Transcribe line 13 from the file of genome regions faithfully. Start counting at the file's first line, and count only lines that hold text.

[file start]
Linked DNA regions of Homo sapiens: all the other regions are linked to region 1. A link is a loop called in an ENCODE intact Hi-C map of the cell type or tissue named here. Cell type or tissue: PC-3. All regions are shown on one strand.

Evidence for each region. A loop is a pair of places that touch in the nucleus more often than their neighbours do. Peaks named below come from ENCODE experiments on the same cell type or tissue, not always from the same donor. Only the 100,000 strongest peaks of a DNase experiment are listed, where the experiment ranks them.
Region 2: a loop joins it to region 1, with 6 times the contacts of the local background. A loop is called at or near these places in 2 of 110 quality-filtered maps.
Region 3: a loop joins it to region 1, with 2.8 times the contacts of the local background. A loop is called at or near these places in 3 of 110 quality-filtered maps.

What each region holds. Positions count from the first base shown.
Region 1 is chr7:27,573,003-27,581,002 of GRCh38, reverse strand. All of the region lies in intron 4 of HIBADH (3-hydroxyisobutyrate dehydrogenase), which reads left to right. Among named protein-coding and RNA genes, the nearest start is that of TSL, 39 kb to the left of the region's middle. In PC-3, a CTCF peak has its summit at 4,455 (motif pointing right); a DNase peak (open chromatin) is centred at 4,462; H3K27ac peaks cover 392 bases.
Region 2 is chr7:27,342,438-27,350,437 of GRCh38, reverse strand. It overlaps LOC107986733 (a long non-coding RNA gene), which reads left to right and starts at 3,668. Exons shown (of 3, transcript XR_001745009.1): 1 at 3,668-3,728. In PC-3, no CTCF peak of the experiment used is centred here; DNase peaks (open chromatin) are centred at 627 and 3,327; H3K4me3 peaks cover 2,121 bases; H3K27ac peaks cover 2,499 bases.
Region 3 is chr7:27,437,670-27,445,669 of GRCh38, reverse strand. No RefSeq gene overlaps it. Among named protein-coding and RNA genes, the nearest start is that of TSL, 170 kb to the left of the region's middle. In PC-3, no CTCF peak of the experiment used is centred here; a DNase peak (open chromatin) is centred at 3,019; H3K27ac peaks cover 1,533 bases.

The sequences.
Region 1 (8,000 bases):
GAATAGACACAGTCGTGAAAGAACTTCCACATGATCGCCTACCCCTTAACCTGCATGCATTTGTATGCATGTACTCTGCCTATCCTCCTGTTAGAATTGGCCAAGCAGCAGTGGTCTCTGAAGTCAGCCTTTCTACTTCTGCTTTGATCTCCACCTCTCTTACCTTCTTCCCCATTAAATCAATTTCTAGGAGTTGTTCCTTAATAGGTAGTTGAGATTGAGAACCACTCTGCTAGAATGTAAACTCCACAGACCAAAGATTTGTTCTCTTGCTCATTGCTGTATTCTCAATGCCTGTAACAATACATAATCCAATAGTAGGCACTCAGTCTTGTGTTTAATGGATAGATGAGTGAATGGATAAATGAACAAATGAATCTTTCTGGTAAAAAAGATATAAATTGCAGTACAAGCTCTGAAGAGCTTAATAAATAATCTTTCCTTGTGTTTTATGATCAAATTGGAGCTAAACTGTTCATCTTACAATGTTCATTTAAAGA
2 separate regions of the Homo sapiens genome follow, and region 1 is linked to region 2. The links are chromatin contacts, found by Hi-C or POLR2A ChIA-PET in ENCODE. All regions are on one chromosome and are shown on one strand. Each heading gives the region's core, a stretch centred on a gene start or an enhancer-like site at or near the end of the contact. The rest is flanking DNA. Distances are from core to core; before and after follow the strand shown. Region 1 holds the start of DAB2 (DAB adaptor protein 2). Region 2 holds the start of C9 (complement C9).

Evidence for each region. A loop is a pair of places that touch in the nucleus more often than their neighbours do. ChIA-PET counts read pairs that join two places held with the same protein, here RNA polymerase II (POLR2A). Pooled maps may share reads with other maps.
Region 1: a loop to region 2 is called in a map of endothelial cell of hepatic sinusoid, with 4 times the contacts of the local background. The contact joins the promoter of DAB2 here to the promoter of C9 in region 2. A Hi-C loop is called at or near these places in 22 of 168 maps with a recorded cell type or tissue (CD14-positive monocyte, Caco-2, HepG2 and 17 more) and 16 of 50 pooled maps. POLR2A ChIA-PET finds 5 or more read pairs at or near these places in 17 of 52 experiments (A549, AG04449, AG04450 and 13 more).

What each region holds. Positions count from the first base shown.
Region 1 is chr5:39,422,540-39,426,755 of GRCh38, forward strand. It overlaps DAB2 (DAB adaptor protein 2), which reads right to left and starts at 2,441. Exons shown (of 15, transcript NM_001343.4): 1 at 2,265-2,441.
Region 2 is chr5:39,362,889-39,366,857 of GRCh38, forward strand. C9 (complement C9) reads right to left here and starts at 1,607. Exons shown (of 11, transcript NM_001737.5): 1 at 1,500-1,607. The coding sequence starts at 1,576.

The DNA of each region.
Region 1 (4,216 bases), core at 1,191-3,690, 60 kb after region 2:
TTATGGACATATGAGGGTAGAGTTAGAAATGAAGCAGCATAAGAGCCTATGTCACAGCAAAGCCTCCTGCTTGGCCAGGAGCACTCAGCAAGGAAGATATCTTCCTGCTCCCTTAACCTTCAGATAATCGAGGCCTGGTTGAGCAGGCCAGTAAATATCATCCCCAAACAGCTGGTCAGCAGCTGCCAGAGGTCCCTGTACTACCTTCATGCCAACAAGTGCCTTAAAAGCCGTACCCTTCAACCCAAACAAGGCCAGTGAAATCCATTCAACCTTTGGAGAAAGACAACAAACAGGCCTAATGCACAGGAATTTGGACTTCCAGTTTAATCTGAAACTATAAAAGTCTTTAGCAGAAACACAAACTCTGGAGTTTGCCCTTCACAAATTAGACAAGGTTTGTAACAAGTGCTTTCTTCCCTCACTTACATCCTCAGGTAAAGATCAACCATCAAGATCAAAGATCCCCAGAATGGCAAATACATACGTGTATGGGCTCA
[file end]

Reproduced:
Evidence for each region. A loop is a pair of places that touch in the nucleus more often than their neighbours do. ChIA-PET counts read pairs that join two places held with the same protein, here RNA polymerase II (POLR2A). Pooled maps may share reads with other maps.